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Mr. D. G. Rice CIB/15804/1996
All work test – person able to walk upstairs normally but able to walk down stairs only one step at a time – whether “can only walk up and down ….. one step at a time”
An adjudication officer found that the claimant did not satisfy the all work test and reviewed the claimant’s award of incapacity benefit, deciding that he was no longer entitled to it. On appeal, a tribunal found that the claimant could only move one step at a time when walking down a flight of stairs but they decided that that was not enough to satisfy the descriptor “can only walk up and down a flight of twelve stairs if he goes .. one step at a time.” Because the claimant could not go up stairs more than one step at a time. They did not award the claimant any points under that descriptor and dismissed the claimant’s appeal because he scored only 14 points on other descriptors. The claimant appealed to the Commissioner.
Held, allowing the appeal, that:
the draftsman had had in contemplation an inability to go up and down a flight of stairs without the necessity at some stage at least to restrict one’s movement to one step at a time and accordingly the tribunal had erred in not awarding three points in respect of that descriptor.
The Commissioner substituted his own decision to the effect that the claimant satisfied the all work test and remained entitled to incapacity benefit.
DECISION OF THE SOCIAL SECURITY COMMISSIONER
1. My decision is that the decision of the social security appeal tribunal given on 7 June 1996 is erroneous in point of law, and accordingly I set it aside. As it is convenient that I give the decision the tribunal should have given, I further decide that the claimant is able to satisfy the All Work Test, and accordingly continues to be incapable of work and entitled to incapacity benefit.
2. This is an appeal by the claimant, brought with the leave of a Commissioner, against the decision of the social security appeal tribunal of 7 June 1996.
3. On 5 January 1996 the adjudication officer reviewed the award to the claimant of incapacity benefit, and decided that from and including 5 January 1996 he did not satisfy the All Work Test nor could he, from that date, be treated as incapable of work, with the result that, from and including 5 January 1996, the claimant ceased to be incapable of work and was no longer entitled to incapacity benefit.
4. In due course, the claimant appealed to the tribunal. The adjudication officer had allowed 11 points under the physical descriptors, whereas in order to satisfy the All Work Test the claimant required 15 points. In the event, the tribunal increased the number of points to 14, but this was still insufficient to enable the claimant to succeed. However, in the course of their decision, the tribunal considered whether or not the claimant might be entitled to three points under the physical descriptor “walking up and down stairs”. They considered whether the claimant could only walk up and down a flight of 12 stairs by proceeding one step at a time. They were satisfied that he could only move one step at a time when going down stairs, but they took the view that this was not enough. In order to score the necessary points, he had to suffer from the restriction on his walking ability when going upstairs as well as downstairs.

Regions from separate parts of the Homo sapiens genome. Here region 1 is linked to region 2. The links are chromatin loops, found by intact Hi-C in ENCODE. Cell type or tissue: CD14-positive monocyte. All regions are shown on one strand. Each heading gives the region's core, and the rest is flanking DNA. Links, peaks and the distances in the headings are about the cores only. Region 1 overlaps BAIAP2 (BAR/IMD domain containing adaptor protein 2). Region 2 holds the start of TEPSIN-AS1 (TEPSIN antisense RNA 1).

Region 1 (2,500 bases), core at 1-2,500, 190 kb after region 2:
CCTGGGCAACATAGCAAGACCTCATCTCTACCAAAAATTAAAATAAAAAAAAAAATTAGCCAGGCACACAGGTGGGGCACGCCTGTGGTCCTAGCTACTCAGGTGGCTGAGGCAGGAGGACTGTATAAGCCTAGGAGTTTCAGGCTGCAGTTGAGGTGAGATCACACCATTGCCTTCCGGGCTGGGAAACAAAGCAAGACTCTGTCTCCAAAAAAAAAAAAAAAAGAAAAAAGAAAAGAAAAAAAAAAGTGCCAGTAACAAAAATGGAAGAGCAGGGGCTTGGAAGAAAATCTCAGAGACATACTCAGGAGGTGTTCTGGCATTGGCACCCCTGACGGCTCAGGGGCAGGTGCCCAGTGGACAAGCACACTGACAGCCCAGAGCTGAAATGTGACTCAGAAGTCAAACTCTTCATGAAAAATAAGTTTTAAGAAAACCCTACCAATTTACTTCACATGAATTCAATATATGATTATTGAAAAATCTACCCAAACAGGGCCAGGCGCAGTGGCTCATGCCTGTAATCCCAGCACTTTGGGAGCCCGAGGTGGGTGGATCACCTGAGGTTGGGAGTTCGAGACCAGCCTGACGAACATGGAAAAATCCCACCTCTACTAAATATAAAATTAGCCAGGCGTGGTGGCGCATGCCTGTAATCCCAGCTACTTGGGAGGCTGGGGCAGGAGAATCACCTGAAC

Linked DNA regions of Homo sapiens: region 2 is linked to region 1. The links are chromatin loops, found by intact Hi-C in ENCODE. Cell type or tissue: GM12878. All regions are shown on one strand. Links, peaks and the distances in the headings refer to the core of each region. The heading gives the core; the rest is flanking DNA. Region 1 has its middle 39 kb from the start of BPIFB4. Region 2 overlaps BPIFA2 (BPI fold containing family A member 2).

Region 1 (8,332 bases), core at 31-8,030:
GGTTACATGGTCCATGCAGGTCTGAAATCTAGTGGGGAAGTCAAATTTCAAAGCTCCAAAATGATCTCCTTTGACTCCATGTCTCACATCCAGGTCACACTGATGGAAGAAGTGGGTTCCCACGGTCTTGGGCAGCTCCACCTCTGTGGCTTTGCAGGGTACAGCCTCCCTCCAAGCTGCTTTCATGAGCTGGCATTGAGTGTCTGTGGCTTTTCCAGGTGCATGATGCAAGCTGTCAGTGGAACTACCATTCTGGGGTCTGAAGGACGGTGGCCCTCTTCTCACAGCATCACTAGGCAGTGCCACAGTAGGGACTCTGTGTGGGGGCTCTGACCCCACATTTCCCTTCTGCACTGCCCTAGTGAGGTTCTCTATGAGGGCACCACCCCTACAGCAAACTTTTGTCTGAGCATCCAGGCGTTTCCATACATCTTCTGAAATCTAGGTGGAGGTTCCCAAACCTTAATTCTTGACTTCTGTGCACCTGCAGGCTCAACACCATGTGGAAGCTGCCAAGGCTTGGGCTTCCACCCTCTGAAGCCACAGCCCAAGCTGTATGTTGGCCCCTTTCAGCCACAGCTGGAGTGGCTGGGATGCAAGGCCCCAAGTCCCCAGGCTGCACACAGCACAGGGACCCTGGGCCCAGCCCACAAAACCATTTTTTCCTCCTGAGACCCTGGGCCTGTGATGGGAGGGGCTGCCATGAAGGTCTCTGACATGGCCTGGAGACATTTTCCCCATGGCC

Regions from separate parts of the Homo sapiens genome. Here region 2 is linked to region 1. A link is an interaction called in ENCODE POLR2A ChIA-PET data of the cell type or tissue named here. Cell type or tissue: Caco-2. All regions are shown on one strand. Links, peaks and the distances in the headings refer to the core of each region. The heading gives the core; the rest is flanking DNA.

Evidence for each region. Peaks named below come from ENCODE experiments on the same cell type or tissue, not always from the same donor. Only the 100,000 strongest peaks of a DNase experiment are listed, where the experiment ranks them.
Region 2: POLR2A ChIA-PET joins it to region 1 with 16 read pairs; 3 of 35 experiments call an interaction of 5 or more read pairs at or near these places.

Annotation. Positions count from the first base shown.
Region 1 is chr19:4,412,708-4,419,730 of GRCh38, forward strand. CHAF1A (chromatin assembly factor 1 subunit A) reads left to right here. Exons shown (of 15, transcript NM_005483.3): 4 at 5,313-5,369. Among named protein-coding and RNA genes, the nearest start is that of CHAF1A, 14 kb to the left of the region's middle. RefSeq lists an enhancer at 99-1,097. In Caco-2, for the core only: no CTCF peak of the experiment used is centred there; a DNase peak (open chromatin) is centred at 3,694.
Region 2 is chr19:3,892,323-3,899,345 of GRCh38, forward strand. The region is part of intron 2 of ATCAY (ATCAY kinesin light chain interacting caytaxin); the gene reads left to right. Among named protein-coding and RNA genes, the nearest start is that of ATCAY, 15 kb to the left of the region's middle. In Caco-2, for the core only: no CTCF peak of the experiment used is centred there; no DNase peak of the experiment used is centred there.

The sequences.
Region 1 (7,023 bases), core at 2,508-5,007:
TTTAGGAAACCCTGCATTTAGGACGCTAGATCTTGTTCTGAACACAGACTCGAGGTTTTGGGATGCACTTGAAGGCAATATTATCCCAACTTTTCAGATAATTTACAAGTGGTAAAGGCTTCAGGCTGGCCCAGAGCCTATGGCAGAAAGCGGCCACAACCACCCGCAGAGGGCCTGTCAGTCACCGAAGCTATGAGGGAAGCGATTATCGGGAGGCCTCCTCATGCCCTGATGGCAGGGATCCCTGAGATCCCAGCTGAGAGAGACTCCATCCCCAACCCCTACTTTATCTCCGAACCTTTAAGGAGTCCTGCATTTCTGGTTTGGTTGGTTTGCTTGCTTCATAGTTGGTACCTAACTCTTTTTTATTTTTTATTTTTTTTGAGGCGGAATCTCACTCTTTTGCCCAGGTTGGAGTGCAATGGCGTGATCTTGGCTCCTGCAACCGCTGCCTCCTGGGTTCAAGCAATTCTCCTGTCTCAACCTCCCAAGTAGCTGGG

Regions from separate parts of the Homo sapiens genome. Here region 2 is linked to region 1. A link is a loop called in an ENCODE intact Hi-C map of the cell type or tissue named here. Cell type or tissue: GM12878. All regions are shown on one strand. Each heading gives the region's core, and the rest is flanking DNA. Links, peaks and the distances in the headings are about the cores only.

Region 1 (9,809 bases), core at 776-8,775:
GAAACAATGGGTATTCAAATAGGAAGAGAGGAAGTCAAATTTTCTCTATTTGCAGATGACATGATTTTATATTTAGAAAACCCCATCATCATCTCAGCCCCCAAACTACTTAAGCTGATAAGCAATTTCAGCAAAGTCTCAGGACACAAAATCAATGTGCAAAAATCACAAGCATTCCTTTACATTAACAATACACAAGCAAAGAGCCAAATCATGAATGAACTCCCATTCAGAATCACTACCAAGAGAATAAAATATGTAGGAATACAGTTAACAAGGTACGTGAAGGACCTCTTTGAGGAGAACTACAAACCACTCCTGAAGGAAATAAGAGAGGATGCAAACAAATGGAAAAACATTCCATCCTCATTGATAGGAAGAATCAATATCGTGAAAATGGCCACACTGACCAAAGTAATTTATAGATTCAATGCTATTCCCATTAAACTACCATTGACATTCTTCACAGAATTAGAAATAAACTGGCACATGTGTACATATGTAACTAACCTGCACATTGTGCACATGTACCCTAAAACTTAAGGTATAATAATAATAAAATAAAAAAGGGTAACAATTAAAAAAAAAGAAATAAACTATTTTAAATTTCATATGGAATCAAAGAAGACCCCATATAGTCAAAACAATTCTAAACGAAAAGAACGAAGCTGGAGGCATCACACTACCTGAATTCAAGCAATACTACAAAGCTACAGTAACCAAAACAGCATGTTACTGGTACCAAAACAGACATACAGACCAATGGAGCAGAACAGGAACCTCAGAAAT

5. This interpretation of the provision is, in my view, unsound. The exact words of the test read as follows:—
“Can only walk up and down a flight of 12 stairs if they go ... one step at a time.”
No difficulty arises in construing this provision if the person concerned goes one step at a time continuously throughout the whole process of walking up and down a flight of 12 stairs, but what if he progresses in this manner for only part of the way? The provision seems to contemplate an “all or nothing” situation. Presumably, it was thought that a person who needed to progress only one step at a time would suffer this disability continuously, and would not be in a position at any stage to walk free of the disability. But apparently, in the case before me the claimant was constrained to move one step at a time only when going down stairs.
6. The language of the provision is clearly unsatisfactory, as it does not contemplate the possibility that a claimant suffering from the relevant disability might not at all times need to progress one step at a time. But doing the best I can with the language used, I take the view that the condition that the draftsman really had in contemplation was an inability to go up and down a flight of stairs without the necessity at some stage at least to restrict one’s movements to one step at a time. And on this basis, as the claimant was clearly unable to walk downstairs without recourse to proceeding one step at a time, he satisfies the test, and as a result is entitled to the three points.
7. Accordingly, I consider that the tribunal misconstrued the relevant provision, and I must set aside their decision as being erroneous in point of law. However, it is unnecessary for me to remit the matter to a new tribunal for rehearing. I can conveniently substitute my own decision, and dispose of the appeal finally.
8. My decision is, therefore, as set out in paragraph 1.
Date: 12 May 1998 (signed) Mr. D. G. Rice